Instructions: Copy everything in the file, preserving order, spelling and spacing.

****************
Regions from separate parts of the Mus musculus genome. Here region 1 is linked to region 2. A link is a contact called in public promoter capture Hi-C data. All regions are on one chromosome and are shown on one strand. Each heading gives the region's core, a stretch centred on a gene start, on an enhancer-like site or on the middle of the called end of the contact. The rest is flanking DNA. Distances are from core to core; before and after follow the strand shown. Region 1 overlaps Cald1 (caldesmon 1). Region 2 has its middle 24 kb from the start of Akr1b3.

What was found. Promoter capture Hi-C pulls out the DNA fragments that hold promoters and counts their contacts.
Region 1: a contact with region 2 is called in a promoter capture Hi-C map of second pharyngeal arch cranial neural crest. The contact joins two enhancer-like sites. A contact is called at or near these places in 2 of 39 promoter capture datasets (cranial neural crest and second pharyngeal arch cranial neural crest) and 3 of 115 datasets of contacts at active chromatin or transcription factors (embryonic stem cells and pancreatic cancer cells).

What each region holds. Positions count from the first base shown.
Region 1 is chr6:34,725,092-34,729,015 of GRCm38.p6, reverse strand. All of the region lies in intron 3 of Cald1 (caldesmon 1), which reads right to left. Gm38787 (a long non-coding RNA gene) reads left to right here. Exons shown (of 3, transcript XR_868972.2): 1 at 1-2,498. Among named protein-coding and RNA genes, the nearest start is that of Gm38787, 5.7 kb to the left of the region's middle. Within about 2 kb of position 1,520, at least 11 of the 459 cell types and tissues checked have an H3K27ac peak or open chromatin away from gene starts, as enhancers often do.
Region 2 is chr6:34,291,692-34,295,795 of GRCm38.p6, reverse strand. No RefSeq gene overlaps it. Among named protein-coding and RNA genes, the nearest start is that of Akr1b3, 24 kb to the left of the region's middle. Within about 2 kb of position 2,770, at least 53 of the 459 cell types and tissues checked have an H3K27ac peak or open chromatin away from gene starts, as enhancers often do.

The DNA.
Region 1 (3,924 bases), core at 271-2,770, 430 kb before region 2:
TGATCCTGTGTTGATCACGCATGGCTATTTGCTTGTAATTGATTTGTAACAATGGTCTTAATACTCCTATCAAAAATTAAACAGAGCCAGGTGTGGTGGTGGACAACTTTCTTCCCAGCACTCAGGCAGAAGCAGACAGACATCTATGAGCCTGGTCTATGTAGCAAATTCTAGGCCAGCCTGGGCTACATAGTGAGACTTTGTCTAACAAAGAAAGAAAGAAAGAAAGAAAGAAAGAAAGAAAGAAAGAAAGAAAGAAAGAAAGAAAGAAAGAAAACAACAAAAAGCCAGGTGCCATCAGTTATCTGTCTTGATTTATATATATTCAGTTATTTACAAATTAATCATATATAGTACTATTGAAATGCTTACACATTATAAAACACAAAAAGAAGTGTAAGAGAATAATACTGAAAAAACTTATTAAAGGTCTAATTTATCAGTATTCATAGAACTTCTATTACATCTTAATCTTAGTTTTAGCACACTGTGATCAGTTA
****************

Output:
Regions from separate parts of the Mus musculus genome. Here region 1 is linked to region 2. A link is a contact called in public promoter capture Hi-C data. All regions are on one chromosome and are shown on one strand. Each heading gives the region's core, a stretch centred on a gene start, on an enhancer-like site or on the middle of the called end of the contact. The rest is flanking DNA. Distances are from core to core; before and after follow the strand shown. Region 1 overlaps Cald1 (caldesmon 1). Region 2 has its middle 24 kb from the start of Akr1b3.

What was found. Promoter capture Hi-C pulls out the DNA fragments that hold promoters and counts their contacts.
Region 1: a contact with region 2 is called in a promoter capture Hi-C map of second pharyngeal arch cranial neural crest. The contact joins two enhancer-like sites. A contact is called at or near these places in 2 of 39 promoter capture datasets (cranial neural crest and second pharyngeal arch cranial neural crest) and 3 of 115 datasets of contacts at active chromatin or transcription factors (embryonic stem cells and pancreatic cancer cells).

What each region holds. Positions count from the first base shown.
Region 1 is chr6:34,725,092-34,729,015 of GRCm38.p6, reverse strand. All of the region lies in intron 3 of Cald1 (caldesmon 1), which reads right to left. Gm38787 (a long non-coding RNA gene) reads left to right here. Exons shown (of 3, transcript XR_868972.2): 1 at 1-2,498. Among named protein-coding and RNA genes, the nearest start is that of Gm38787, 5.7 kb to the left of the region's middle. Within about 2 kb of position 1,520, at least 11 of the 459 cell types and tissues checked have an H3K27ac peak or open chromatin away from gene starts, as enhancers often do.
Region 2 is chr6:34,291,692-34,295,795 of GRCm38.p6, reverse strand. No RefSeq gene overlaps it. Among named protein-coding and RNA genes, the nearest start is that of Akr1b3, 24 kb to the left of the region's middle. Within about 2 kb of position 2,770, at least 53 of the 459 cell types and tissues checked have an H3K27ac peak or open chromatin away from gene starts, as enhancers often do.

The DNA.
Region 1 (3,924 bases), core at 271-2,770, 430 kb before region 2:
TGATCCTGTGTTGATCACGCATGGCTATTTGCTTGTAATTGATTTGTAACAATGGTCTTAATACTCCTATCAAAAATTAAACAGAGCCAGGTGTGGTGGTGGACAACTTTCTTCCCAGCACTCAGGCAGAAGCAGACAGACATCTATGAGCCTGGTCTATGTAGCAAATTCTAGGCCAGCCTGGGCTACATAGTGAGACTTTGTCTAACAAAGAAAGAAAGAAAGAAAGAAAGAAAGAAAGAAAGAAAGAAAGAAAGAAAGAAAGAAAGAAAGAAAACAACAAAAAGCCAGGTGCCATCAGTTATCTGTCTTGATTTATATATATTCAGTTATTTACAAATTAATCATATATAGTACTATTGAAATGCTTACACATTATAAAACACAAAAAGAAGTGTAAGAGAATAATACTGAAAAAACTTATTAAAGGTCTAATTTATCAGTATTCATAGAACTTCTATTACATCTTAATCTTAGTTTTAGCACACTGTGATCAGTTA